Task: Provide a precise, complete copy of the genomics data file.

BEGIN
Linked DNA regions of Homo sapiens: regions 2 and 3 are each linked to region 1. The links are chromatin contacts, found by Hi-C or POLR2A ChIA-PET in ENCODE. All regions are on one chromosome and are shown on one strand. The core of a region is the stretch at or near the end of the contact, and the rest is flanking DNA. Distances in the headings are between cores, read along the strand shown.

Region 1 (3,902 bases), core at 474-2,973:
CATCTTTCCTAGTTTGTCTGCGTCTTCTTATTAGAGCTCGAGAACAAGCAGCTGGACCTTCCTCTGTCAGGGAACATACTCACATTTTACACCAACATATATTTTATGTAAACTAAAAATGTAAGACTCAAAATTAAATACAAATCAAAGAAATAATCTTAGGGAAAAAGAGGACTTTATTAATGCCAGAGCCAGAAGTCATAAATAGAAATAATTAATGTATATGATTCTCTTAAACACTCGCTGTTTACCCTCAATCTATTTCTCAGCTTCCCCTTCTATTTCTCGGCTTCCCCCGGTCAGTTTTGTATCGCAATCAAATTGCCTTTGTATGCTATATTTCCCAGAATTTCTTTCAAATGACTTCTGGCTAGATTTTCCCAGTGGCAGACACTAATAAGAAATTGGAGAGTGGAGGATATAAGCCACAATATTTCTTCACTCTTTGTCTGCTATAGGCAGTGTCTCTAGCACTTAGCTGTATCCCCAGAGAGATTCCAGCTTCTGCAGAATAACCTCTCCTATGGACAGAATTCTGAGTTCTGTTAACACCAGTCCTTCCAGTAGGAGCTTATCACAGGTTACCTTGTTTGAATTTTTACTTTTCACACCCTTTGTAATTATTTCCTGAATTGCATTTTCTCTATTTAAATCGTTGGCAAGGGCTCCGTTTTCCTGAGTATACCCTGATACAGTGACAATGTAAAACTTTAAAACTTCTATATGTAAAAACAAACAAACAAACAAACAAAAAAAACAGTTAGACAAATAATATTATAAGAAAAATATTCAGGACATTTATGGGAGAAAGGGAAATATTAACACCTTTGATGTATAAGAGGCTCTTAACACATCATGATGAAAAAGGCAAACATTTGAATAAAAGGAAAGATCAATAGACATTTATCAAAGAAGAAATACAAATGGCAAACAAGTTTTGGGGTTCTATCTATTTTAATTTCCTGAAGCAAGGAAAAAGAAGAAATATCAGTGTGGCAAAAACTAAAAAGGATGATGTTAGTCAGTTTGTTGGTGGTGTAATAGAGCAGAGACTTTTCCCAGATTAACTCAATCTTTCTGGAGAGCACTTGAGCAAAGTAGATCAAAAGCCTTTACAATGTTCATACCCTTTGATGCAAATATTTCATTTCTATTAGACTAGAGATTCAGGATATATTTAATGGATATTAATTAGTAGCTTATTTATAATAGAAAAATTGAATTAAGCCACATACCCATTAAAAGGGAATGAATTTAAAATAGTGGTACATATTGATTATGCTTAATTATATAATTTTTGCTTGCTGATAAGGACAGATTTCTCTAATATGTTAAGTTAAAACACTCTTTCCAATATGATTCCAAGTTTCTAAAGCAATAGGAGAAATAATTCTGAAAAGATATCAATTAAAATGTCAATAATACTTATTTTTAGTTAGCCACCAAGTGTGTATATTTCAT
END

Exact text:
Linked DNA regions of Homo sapiens: regions 2 and 3 are each linked to region 1. The links are chromatin contacts, found by Hi-C or POLR2A ChIA-PET in ENCODE. All regions are on one chromosome and are shown on one strand. The core of a region is the stretch at or near the end of the contact, and the rest is flanking DNA. Distances in the headings are between cores, read along the strand shown.

Region 1 (3,902 bases), core at 474-2,973:
CATCTTTCCTAGTTTGTCTGCGTCTTCTTATTAGAGCTCGAGAACAAGCAGCTGGACCTTCCTCTGTCAGGGAACATACTCACATTTTACACCAACATATATTTTATGTAAACTAAAAATGTAAGACTCAAAATTAAATACAAATCAAAGAAATAATCTTAGGGAAAAAGAGGACTTTATTAATGCCAGAGCCAGAAGTCATAAATAGAAATAATTAATGTATATGATTCTCTTAAACACTCGCTGTTTACCCTCAATCTATTTCTCAGCTTCCCCTTCTATTTCTCGGCTTCCCCCGGTCAGTTTTGTATCGCAATCAAATTGCCTTTGTATGCTATATTTCCCAGAATTTCTTTCAAATGACTTCTGGCTAGATTTTCCCAGTGGCAGACACTAATAAGAAATTGGAGAGTGGAGGATATAAGCCACAATATTTCTTCACTCTTTGTCTGCTATAGGCAGTGTCTCTAGCACTTAGCTGTATCCCCAGAGAGATTCCAGCTTCTGCAGAATAACCTCTCCTATGGACAGAATTCTGAGTTCTGTTAACACCAGTCCTTCCAGTAGGAGCTTATCACAGGTTACCTTGTTTGAATTTTTACTTTTCACACCCTTTGTAATTATTTCCTGAATTGCATTTTCTCTATTTAAATCGTTGGCAAGGGCTCCGTTTTCCTGAGTATACCCTGATACAGTGACAATGTAAAACTTTAAAACTTCTATATGTAAAAACAAACAAACAAACAAACAAAAAAAACAGTTAGACAAATAATATTATAAGAAAAATATTCAGGACATTTATGGGAGAAAGGGAAATATTAACACCTTTGATGTATAAGAGGCTCTTAACACATCATGATGAAAAAGGCAAACATTTGAATAAAAGGAAAGATCAATAGACATTTATCAAAGAAGAAATACAAATGGCAAACAAGTTTTGGGGTTCTATCTATTTTAATTTCCTGAAGCAAGGAAAAAGAAGAAATATCAGTGTGGCAAAAACTAAAAAGGATGATGTTAGTCAGTTTGTTGGTGGTGTAATAGAGCAGAGACTTTTCCCAGATTAACTCAATCTTTCTGGAGAGCACTTGAGCAAAGTAGATCAAAAGCCTTTACAATGTTCATACCCTTTGATGCAAATATTTCATTTCTATTAGACTAGAGATTCAGGATATATTTAATGGATATTAATTAGTAGCTTATTTATAATAGAAAAATTGAATTAAGCCACATACCCATTAAAAGGGAATGAATTTAAAATAGTGGTACATATTGATTATGCTTAATTATATAATTTTTGCTTGCTGATAAGGACAGATTTCTCTAATATGTTAAGTTAAAACACTCTTTCCAATATGATTCCAAGTTTCTAAAGCAATAGGAGAAATAATTCTGAAAAGATATCAATTAAAATGTCAATAATACTTATTTTTAGTTAGCCACCAAGTGTGTATATTTCAT